The focus on environmental consequences of the Atlantic Coast Pipeline(ACP) has largely centered upon impacts on water resources and plant and animal species.  Recent work done by the Dominion Pipeline Monitoring Coalition (DPMC) has broadened that concern to an examination of the effect the ACP would have on the many mountain ridges that the project would cross.

Dominion Transportation, Inc., managing partner for the ACP, has indicated in resource filings it has made with the Federal Energy Regulatory Commission that in several locations in the mountainous areas of the route the pipeline would run along the tops of mountaintop ridges, in some instances for up to at least a mile.  Because many of these ridges are very narrow and formed by very steep slopes, to achieve the width of land necessary to construct the pipeline, it would be necessary to remove the tops of these ridges, perhaps by as much as 50 feet of elevation.  It is estimated that there are over 20 locations on the ACP route where mountaintop removal would be necessary.

The serious impact of removing such ridgetops is two-fold: 1) the visual impact it would have in altering the scenic view would be significant; 2) the earth and rock removed from the ridgetops would seriously exacerbate the already large concern of erosion and sediment control associated with the project.  Dominion has so far been vague about how it intends to manage this problem (see the ABRA Update story from issue #119 on the company’s lack of responsiveness to the U.S. Forest Service).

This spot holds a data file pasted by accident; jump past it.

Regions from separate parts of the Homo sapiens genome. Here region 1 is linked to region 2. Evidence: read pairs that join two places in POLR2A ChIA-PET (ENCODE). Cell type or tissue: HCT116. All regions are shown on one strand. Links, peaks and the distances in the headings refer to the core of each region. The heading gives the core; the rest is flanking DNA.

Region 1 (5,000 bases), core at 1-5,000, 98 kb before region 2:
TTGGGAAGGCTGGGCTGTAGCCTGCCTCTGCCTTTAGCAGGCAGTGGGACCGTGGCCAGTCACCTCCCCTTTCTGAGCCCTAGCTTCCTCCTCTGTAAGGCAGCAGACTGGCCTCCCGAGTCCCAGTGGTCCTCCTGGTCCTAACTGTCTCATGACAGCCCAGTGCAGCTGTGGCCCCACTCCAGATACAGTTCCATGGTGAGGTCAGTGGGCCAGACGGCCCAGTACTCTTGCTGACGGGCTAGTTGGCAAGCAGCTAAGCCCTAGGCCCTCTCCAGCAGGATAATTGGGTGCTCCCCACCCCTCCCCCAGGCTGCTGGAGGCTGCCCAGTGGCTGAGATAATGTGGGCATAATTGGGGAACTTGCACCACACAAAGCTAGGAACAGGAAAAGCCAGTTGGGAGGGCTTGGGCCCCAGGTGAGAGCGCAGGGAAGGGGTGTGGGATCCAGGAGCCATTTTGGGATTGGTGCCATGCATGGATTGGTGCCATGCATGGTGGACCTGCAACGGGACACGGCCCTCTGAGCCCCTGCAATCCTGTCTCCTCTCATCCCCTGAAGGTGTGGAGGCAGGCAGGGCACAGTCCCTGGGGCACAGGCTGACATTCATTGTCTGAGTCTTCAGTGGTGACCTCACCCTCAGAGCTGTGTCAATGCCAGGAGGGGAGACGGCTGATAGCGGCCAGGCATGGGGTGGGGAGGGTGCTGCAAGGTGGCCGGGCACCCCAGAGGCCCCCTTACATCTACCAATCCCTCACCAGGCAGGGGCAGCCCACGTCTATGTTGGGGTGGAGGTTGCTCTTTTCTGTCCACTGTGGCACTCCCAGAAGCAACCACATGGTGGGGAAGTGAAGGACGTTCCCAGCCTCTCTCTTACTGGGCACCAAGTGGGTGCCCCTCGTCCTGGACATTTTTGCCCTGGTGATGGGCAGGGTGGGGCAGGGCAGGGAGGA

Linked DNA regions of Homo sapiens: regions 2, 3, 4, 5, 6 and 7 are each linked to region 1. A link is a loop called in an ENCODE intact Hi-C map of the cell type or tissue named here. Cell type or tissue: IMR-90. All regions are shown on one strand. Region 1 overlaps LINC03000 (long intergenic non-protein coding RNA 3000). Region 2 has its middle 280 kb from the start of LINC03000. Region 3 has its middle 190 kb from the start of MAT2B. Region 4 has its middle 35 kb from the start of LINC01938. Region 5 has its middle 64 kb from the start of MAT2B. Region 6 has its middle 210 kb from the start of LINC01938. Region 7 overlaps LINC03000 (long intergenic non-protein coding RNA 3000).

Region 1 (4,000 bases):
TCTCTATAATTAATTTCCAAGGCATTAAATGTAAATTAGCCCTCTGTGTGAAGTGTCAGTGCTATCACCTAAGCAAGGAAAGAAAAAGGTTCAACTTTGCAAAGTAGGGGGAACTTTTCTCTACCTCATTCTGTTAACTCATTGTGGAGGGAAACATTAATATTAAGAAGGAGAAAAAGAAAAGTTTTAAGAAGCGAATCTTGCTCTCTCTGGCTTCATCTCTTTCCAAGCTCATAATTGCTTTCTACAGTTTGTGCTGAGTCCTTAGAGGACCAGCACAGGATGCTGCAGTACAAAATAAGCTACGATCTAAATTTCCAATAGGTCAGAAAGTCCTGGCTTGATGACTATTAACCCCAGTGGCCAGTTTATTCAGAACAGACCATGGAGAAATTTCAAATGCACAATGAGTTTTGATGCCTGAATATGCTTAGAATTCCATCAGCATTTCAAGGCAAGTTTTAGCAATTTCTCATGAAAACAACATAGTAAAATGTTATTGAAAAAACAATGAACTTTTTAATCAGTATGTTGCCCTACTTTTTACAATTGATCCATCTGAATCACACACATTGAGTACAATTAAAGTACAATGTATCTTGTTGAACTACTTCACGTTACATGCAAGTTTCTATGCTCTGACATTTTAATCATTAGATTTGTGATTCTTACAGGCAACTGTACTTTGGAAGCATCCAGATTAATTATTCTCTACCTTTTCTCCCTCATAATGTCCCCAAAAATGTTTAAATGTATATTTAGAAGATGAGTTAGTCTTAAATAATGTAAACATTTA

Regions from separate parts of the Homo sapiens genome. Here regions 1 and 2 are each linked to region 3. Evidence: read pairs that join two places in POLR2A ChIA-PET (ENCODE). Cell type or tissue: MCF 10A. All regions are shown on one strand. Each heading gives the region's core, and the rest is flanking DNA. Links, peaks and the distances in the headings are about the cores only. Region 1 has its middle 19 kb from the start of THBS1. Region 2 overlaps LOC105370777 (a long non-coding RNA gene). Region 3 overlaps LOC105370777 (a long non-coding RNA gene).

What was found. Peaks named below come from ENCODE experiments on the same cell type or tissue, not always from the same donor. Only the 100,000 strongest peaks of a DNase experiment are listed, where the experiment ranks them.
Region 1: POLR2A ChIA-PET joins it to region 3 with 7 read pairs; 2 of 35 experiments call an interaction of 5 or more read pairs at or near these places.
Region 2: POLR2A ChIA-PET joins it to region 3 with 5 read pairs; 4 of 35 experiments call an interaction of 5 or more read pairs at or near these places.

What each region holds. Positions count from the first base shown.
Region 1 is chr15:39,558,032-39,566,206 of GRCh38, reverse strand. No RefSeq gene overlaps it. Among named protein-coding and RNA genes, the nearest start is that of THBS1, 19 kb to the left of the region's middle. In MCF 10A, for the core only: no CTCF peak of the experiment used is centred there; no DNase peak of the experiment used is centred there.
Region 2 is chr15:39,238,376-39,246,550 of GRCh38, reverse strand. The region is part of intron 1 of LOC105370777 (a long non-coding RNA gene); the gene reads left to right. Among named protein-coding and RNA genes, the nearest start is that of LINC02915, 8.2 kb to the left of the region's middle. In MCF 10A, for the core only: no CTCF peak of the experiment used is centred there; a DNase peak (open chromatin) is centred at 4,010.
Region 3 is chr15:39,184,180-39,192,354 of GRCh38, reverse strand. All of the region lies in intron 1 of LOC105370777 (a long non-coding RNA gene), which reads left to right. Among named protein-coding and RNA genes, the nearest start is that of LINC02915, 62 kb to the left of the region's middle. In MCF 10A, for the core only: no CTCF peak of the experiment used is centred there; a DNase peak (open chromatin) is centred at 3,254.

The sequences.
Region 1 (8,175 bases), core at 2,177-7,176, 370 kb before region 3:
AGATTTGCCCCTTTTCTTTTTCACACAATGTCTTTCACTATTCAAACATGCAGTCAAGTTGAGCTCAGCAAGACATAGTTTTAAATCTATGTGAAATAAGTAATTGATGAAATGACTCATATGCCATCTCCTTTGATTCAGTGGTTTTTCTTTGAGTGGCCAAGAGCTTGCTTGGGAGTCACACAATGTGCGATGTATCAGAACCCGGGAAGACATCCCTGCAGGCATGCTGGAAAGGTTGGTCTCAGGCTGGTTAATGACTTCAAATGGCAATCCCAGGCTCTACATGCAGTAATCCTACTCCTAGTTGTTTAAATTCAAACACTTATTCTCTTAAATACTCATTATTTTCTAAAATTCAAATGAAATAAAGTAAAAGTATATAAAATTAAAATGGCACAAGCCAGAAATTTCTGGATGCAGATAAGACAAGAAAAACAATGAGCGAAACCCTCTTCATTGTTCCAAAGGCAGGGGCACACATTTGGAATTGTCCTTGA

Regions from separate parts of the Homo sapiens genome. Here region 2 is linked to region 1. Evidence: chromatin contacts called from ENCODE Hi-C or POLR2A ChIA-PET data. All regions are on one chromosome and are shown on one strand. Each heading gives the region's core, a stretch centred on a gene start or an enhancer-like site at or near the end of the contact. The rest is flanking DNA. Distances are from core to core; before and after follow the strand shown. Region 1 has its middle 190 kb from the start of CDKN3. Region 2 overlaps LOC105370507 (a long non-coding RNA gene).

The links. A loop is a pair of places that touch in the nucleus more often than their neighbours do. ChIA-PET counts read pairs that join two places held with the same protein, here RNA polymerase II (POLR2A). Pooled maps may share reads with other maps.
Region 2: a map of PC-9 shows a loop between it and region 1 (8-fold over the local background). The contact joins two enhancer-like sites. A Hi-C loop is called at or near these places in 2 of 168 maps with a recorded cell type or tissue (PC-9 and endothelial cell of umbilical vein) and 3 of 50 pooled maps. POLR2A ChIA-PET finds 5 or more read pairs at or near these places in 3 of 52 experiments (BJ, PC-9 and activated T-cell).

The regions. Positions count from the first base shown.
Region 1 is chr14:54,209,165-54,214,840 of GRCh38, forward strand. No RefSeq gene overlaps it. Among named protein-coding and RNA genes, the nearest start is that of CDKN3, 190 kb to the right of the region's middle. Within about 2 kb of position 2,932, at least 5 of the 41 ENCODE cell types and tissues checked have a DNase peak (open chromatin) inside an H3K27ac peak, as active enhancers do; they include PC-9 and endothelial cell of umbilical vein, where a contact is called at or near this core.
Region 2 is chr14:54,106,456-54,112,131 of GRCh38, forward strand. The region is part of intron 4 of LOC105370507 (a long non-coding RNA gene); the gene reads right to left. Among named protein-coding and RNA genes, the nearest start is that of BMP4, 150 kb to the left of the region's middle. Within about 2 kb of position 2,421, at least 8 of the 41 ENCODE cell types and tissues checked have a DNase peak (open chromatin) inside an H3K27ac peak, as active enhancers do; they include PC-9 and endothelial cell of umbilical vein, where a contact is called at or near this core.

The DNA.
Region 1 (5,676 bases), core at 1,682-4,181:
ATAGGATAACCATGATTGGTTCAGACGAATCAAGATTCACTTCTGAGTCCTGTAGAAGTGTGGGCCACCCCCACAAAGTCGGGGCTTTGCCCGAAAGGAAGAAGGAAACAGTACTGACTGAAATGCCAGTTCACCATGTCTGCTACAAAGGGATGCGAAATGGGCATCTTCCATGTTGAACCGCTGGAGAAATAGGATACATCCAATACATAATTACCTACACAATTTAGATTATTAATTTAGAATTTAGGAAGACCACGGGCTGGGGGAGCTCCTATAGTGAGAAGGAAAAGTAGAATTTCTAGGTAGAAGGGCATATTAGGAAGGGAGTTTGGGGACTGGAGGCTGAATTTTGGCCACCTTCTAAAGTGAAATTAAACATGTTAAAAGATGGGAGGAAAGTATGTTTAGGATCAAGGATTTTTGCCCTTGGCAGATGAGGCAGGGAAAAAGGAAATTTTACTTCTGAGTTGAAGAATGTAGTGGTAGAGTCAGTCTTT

This week’s issue of The Recorder, the newspaper serving Highland and Bath Counties in Virginia, features a major article on how mountaintop removal would impact just one portion of the route.  The map below illustrates the magnitude of the issue in just a 15-mile portion of the route in Pocahontas, Highland and Bath Counties.

Mountaintop Removal Will Be a Significant Consequence of the ACP
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